Antwerp Port has a futuristic outlook, always adapting its offering aligned to global changes and future customer requirements. Collaborating instead of competing with new logistical gateways remains the approach. And connectivity between the Port and major European cargo hubs takes centerstage of our focus. Martin Hubenak, Port Representative Central & Eastern Europe, Antwerp Port Authority sums it up well in his observation when he says, “We know that the Europe gravity point related to EU-China corridor is Poland these days. Main part of total trains passing through this country and is further reloaded and distributed to other destinations including Central-Western-North Europe. Therefore, we can realize huge investment into the infrastructure, and its continuous development. It is also good to know that such an alternative (EU-China/Asia rail transport) does not stay and work alone. There are many different modes of transport and cargo flows, that need to be well combined to make it successful. In this respect we could talk about the ports hinterland connectivity within all of Europe that plays an important role and helps to utilize these type of trains especially on the side of back loads. For example, Port of Antwerp is connected to Poland by several train shuttles almost on daily basis. Due to our product diversity and huge logistics service providers portfolio we can offer a high flexibility and good mix of options to our customers/partners, not only on the way to/from Poland and other European countries, but also on the way to/from Asia. Let`s put it this way: We are biggest open supply chain hub in Europe, and we like to grow our cooperation and support new alternatives.”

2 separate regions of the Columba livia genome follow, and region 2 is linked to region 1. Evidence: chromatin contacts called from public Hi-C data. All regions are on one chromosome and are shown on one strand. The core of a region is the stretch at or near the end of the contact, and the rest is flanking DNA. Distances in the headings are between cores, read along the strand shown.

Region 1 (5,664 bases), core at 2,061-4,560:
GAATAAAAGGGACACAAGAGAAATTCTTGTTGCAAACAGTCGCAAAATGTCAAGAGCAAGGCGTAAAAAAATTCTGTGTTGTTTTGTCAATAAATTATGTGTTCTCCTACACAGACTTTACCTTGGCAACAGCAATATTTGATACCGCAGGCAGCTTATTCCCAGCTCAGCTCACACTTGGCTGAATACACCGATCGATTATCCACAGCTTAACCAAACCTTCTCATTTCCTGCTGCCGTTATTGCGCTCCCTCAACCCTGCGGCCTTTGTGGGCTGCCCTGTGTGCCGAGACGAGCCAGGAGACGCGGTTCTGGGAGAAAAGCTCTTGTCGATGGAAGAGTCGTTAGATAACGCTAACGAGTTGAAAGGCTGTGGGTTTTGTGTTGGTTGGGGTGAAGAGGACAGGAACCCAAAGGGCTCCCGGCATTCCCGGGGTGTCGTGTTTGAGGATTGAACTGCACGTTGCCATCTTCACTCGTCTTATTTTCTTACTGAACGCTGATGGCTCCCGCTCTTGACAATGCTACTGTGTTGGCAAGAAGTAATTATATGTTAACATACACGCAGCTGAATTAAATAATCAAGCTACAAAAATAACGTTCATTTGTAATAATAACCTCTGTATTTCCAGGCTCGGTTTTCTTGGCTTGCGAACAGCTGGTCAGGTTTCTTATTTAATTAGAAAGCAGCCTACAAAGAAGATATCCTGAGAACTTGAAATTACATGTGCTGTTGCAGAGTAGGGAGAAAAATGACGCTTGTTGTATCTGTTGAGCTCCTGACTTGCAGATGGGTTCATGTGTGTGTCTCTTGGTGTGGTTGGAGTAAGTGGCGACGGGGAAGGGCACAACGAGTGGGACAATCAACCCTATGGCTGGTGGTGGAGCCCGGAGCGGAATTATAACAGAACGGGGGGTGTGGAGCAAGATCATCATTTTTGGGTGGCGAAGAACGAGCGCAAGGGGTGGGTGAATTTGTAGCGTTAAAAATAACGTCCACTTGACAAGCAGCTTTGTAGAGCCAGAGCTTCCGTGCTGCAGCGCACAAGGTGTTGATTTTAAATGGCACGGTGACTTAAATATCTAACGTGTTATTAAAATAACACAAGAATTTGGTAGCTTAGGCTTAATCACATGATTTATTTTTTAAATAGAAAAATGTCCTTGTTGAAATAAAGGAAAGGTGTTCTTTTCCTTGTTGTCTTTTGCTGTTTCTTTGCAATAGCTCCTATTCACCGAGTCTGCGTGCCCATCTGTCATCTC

There are now 36 new rail connections between Port of Antwerp and the European hinterland in just the last 8 months, refer here. Not only that but earlier this month, the Ports of Antwerp and Liege signed an agreement to boost multimodal inland connections between them which will enable the new Silk Road hub extend beyond China-Liege up to the Port of Antwerp. This will provide more opportunities for cargo distribution also by maritime shipping. With this precedent, one can only expect in the future, strengthening the connectivity between the Port of Antwerp and INSTC corridor will open new multimodal transport options for cargo flows between the India-Europe corridor. This is good future opportunity, and our port is ready to participate with its existing and growing cargo flows and hinterland connectivity!

 

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Malini Dutt

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Port Representative India